Loneliness vs. Attachment

Markgraf – 1
Stasic Markgraf
Dr. Dimovitz
EN210 – Introduction to Literature
May 3, 2010
Loneliness vs Attachment
    Virginia Woolf's modernist novel Mrs. Dalloway first appeared on bookshelves some eighty-five years ago.   The deceptively simple story of a day in the life of Clarissa Dalloway is full of interconnected characters and storylines, revealing the complexities of human nature.   A sense of regret permeates this story, even as the characters struggle to accept their choices and put on the happy face expected of them.   At the same time, the connection between the characters is in stark contrast to the sense of loneliness and disconnectedness the characters feel.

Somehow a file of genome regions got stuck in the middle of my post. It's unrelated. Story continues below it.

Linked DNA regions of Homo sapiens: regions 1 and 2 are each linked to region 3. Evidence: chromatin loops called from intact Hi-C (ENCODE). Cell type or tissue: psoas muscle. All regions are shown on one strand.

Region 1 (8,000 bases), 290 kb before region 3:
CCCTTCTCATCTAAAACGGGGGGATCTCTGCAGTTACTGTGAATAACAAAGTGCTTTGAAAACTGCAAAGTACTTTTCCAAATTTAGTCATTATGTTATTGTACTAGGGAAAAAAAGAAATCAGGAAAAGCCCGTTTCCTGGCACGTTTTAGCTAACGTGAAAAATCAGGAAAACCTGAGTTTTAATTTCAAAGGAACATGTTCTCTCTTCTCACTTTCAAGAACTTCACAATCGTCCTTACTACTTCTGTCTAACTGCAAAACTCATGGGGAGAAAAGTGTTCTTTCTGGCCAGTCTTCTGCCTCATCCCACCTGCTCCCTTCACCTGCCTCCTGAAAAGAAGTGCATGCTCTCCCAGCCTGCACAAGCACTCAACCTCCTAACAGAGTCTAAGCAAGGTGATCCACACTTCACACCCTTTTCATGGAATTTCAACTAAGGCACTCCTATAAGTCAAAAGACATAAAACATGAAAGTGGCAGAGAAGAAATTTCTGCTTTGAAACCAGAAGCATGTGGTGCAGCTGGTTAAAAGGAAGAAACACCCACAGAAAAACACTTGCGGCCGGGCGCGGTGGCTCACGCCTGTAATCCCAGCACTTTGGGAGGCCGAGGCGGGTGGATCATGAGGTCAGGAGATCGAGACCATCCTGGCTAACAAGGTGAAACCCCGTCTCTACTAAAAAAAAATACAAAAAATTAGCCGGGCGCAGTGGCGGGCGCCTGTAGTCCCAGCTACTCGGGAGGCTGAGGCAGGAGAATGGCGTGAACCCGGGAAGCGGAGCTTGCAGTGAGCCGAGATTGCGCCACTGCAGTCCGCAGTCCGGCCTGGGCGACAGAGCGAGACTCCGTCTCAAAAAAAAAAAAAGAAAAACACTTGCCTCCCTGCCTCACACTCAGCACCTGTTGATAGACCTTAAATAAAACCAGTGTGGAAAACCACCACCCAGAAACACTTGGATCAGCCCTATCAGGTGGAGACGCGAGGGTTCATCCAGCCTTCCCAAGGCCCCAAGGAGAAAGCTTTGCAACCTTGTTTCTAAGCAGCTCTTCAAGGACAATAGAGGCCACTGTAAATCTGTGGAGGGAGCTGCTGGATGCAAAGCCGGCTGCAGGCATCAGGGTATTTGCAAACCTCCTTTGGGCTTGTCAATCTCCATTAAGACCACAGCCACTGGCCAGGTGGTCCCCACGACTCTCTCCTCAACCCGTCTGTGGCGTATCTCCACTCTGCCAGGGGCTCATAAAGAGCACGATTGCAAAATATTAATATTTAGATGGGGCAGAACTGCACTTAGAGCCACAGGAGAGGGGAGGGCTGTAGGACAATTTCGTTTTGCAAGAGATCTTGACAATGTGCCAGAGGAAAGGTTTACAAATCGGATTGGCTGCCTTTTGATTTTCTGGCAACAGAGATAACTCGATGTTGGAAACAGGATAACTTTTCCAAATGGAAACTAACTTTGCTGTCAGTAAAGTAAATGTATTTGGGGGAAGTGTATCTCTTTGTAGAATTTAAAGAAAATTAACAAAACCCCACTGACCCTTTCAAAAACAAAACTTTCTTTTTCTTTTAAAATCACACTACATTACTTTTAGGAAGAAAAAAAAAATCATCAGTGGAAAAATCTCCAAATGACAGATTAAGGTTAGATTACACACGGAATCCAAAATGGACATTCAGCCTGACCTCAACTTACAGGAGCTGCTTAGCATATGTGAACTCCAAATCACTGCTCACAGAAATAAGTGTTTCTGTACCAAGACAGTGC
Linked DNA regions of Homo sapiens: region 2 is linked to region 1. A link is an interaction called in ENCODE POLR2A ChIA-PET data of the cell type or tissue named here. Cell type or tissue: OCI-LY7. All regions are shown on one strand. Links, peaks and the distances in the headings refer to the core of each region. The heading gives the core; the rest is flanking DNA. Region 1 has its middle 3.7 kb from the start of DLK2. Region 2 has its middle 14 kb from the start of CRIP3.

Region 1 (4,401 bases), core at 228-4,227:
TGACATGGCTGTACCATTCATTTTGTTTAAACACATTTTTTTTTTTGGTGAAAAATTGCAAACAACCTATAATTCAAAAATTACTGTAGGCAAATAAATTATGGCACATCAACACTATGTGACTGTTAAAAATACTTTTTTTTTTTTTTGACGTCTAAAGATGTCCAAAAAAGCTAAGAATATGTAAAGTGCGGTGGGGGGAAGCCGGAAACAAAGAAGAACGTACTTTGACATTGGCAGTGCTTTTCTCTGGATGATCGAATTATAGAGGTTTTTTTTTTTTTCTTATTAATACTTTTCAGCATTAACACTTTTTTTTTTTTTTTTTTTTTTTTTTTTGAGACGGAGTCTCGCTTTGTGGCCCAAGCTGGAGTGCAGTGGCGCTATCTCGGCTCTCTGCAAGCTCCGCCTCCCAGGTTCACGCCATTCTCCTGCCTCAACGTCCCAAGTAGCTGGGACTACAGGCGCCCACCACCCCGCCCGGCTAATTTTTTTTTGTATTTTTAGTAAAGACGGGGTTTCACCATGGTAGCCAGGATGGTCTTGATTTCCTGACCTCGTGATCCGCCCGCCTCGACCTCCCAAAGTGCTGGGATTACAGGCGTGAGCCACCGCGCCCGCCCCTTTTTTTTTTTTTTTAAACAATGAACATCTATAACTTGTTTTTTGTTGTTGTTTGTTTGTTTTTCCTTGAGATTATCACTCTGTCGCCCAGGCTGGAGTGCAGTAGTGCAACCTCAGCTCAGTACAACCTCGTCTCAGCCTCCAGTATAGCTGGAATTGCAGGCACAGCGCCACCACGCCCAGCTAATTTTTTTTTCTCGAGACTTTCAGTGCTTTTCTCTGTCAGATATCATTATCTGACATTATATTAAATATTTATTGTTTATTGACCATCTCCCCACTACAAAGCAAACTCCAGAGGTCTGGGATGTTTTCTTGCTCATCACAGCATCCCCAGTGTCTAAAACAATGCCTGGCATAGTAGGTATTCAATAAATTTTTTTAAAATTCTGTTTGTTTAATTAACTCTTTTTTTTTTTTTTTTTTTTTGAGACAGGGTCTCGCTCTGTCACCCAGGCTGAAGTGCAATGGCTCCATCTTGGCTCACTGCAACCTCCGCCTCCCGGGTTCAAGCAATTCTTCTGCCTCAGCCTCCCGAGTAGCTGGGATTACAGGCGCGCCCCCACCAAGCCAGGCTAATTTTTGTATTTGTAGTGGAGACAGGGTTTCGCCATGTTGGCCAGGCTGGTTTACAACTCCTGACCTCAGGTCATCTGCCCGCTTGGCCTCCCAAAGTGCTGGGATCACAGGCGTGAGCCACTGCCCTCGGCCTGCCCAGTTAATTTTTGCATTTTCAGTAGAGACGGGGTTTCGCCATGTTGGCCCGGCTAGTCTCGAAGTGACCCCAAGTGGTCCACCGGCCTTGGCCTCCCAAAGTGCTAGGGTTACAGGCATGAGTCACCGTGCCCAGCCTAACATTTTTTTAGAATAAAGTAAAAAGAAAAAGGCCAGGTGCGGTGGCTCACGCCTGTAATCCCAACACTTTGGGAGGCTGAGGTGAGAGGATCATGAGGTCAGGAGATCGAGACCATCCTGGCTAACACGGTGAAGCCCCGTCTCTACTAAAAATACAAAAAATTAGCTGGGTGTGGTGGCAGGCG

Clarissa Dalloway is a fifty-two year old woman married to a British politician.   It is a fine day in the middle of June, and London is bustling with energy just after the end of World War I, as Clarissa sets out to buy flowers for a party she is hosting that night.   We quickly are swallowed into Clarissa’s stream of consciousness, and that of the characters she meets this day.   (“Stream of consciousness” is a hallmark of Woolf’s style.)   Immediately we are caught up in ease with which Clarissa bemuses her choice not to marry her old love, Peter Walsh. “If he were with me now what would he say?” (7)   She justifies her decision with the thought that partners in a marriage need “a little independence.” (7)   Her illusion is that she has this trusting independence with her husband Richard.   “(Where was he this morning for instance?   Some committee, she never asked what.)” (8)   In reality, Richard is off to a luncheon; invited by a woman of society who neglects to include Clarissa.   In her attempt to play the role of a top British politician’s wife and a grand hostess, Clarissa is a sad character, admittedly attacking life like a knife, but at the same time not committing to any involvement or joy.   “She had a perpetual sense, as she watched the taxi cabs, of being out, out, far out to sea...